Blaise Pascal wrote his "Essai sur les coniques"when he was sixteen.

In 1624, in Clermont, a prominent provincial family, the Pascals, has a young son, Blaise.  He is one year old.  Madame Pascal is a young, intelligent, very pious and very charitable woman.  She gives aid to poor women, whom she receives regularly at her home to give them food, linen, a little money.  Among these poor women, there is one who is reputed to be a witch.  Everyone says that she is.  But Mme Pascal ignores this gossip.  She is not a credulous person.  And she continues receiving the so-called diabolical woman.

Baby Pascal is not well.  Not well at all.  He has fallen into languor, as they say at this epoch.  He is wasting away.  And this wasting is accompanied by two singular reactions.  He is absolutely unable to stand seeing water.  Water in a glass, water flowing from a jug:  he is immediately seized with terrible convulsions.  Second singularity:  he cannot tolerate seeing his father and mother together.  He lets his father embrace him.  He lets his mother caress him.  But as soon as his parents are together near him, he screams, he struggles violently, he suffocates.

He is going on for two years old.  But will he make it?  He is getting weaker.  His attacks are more and more exhausting.  It is easy to see that he is going to die.

And all the poor women, and a lot of other people in Clermont, are saying that it is the witch who has cast a spell on him.  Blaise’s father, Etienne Pascal, wants to put a stop to what he considers to be absurd gossip.  One day, he convokes this woman to his study.  She denies everything.

However, just to be sure, and to frighten her, he tells her that if she has bewitched his child, he will have her hanged.  To his stupefaction, the woman drops to her knees and confesses that she has indeed put a spell on the child, but that it was the father’s fault because he hadn’t wanted to take her case when she had asked him to do it.  She says that she took her revenge, but now she sees that he loves his son tenderly, and she is very upset to have to tell him that the spell is for death.  But, if he does not denounce her, his son will not die.  She can save him.  She can transfer the spell onto another.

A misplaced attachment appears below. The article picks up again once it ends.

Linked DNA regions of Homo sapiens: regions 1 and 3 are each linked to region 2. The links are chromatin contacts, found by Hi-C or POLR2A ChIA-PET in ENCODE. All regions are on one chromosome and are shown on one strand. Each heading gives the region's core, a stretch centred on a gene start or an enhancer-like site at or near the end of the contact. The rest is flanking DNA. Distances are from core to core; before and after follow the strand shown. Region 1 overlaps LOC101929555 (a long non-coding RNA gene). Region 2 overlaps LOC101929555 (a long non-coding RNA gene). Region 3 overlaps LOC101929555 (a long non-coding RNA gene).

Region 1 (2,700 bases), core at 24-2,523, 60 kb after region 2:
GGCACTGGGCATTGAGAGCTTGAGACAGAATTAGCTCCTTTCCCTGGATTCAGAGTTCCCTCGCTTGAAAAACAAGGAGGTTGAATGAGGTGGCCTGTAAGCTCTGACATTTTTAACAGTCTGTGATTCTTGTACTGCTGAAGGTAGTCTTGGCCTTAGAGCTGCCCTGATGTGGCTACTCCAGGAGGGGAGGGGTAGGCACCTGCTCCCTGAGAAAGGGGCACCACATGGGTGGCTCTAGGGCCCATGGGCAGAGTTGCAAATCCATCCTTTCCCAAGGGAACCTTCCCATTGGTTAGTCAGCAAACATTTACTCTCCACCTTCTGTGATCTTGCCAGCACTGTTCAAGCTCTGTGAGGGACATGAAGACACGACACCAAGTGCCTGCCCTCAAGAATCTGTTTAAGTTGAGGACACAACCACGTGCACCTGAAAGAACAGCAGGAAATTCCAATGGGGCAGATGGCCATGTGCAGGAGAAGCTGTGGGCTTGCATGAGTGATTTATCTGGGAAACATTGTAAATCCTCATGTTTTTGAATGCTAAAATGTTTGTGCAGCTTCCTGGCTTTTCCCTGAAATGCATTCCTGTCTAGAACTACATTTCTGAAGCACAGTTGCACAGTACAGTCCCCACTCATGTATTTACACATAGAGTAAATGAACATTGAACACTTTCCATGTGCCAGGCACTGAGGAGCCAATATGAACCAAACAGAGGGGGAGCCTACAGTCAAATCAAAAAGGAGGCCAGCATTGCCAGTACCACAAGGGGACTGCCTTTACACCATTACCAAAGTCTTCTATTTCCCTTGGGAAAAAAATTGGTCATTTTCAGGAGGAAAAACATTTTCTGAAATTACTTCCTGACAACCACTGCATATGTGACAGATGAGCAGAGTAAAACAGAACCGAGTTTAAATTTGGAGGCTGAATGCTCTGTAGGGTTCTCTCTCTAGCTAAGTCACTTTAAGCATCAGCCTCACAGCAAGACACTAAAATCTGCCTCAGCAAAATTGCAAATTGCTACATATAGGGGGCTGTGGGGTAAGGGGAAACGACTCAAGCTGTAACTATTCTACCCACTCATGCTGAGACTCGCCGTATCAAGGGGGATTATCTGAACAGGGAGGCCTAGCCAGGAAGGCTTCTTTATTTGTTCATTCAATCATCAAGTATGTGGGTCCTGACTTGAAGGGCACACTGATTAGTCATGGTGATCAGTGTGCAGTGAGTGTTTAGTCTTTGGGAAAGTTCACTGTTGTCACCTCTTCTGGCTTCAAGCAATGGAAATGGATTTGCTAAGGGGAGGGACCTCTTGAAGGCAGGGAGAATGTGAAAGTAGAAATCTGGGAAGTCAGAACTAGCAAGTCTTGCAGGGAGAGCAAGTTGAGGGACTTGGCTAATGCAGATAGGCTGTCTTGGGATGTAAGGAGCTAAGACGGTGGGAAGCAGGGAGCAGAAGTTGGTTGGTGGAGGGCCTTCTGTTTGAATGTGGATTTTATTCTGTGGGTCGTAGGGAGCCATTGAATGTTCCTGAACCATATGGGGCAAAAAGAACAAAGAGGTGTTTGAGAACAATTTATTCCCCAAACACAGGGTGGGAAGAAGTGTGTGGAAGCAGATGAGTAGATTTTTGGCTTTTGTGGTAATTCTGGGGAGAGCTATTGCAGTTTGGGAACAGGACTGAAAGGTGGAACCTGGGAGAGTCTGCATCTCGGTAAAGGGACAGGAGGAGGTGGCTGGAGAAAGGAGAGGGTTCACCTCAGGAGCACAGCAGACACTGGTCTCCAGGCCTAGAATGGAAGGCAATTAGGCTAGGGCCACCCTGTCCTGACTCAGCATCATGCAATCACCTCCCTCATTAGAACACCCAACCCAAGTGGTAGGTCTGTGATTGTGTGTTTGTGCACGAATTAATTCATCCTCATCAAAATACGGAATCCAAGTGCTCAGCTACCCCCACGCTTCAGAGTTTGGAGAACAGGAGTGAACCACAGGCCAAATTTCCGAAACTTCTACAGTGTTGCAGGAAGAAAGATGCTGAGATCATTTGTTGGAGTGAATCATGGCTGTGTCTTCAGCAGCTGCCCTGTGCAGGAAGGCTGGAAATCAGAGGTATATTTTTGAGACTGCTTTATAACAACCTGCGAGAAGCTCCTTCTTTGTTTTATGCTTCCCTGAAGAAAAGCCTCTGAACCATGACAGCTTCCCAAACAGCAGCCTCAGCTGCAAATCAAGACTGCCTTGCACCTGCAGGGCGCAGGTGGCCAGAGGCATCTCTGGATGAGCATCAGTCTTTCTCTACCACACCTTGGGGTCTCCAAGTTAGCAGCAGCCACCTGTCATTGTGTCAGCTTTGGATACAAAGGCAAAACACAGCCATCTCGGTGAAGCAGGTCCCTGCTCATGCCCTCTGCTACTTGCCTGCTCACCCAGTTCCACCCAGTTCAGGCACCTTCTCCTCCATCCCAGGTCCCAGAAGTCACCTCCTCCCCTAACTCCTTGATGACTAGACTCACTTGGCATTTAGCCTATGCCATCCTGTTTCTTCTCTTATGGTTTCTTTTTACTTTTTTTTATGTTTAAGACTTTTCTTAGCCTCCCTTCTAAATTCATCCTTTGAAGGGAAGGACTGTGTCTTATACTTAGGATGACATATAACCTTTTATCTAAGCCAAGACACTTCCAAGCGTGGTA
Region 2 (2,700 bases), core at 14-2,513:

Honest Etienne Pascal replies that he prefers to let his son die than cause the death of someone else.  The witch tells him that she can transfer the spell onto an animal.  And President Etienne Pascal proposes one of his horses.  The witch says that a cat will do.  And he has a cat given to her.

This extraordinary conversation is with a very eminent and very enlightened man.  Etienne Pascal was President of the Cour des Aides, in Clermont.  Richelieu estimed him.  He was a well-known physicist and mathematician, who corresponded with the scholars of his century.

That evening, the witch returns.  She explains to Etienne Pascal that she needs a child under seven years old to gather, before dawn, nine leaves of three sorts of herbs.  Etienne Pascal goes to his apothicary, whose daughter will gather the herbs.

At seven o’clock in the morning, the witch brings a cataplasm.  It must be placed on little Blaise’s stomach.  The father has it placed there by the nurse.  And he leaves for the Palais.  When he returns, at midday, the household is in tears.  Blaise Pascal is dead in his cradle.

He leaves, upset, lost in grief.  On the doorstep, he meets the witch.  His slaps her so hard that she rolls on the ground.  She rises and tells him not to get angry.  She forgot to tell him that morning that his child would appear to be dead until midnight.  But at midnight, he would ressuscitate.

The child was no longer breathing;  he had no pulse, and he was becoming cold.  Etienne Pascal says that he must not be buried, that they should wait.  And alone, in the bedroom, all the rest of the day and night, the father and mother of Blaise Pascal watch.  And between midnight and one o’clock, the dead child starts to yawn.

He is seized, rubbed, heated, given sweetened wine and the nurse is called.  He suckles her breast, but seems unconscious, and his eyes are still closed.  Then, at six o’clock in the morning, he opens his eyes.  Discovering his parents bending over him, he goes into convulsions, like before.  He is not cured at all.

However, after a few days, he plays with a glass of water while in his mother’s arms.  After two weeks, the sight of his father and mother together even makes him smile.  After three weeks, his languor disappears.  He regains strength.  He will live.

Is he completely cured?  It is not certain.  Blaise Pascal died aged thirty-nine, from an illness about which there are still questions.  And he always complained of bizarre discomforts.  How did the extraordinary adventure of his childhood affect the body and mind of the author of Pensees?  And, later, he must have asked questions about the mysterious beginnings of his life.  And these questions must have nourished part of his mystical genius.


We omitted one detail.  The witch took a cat away with her.  On the stairs of the Pascal house, she passed two Capucins who were mounting to console Mme Pascal for her son’s fatal illness.  They knew this woman by reputation.  One of them placed his hand on the cat and said:

“Good woman, you are again going to perform some spell!”

The witch then threw the cat out the window with such violence that it was crushed on the courtyard pavement.  Then she asked for another cat, which was given to her.  Apparently, the animal touched by a monk was no longer suitable for magical operations.

To be continued.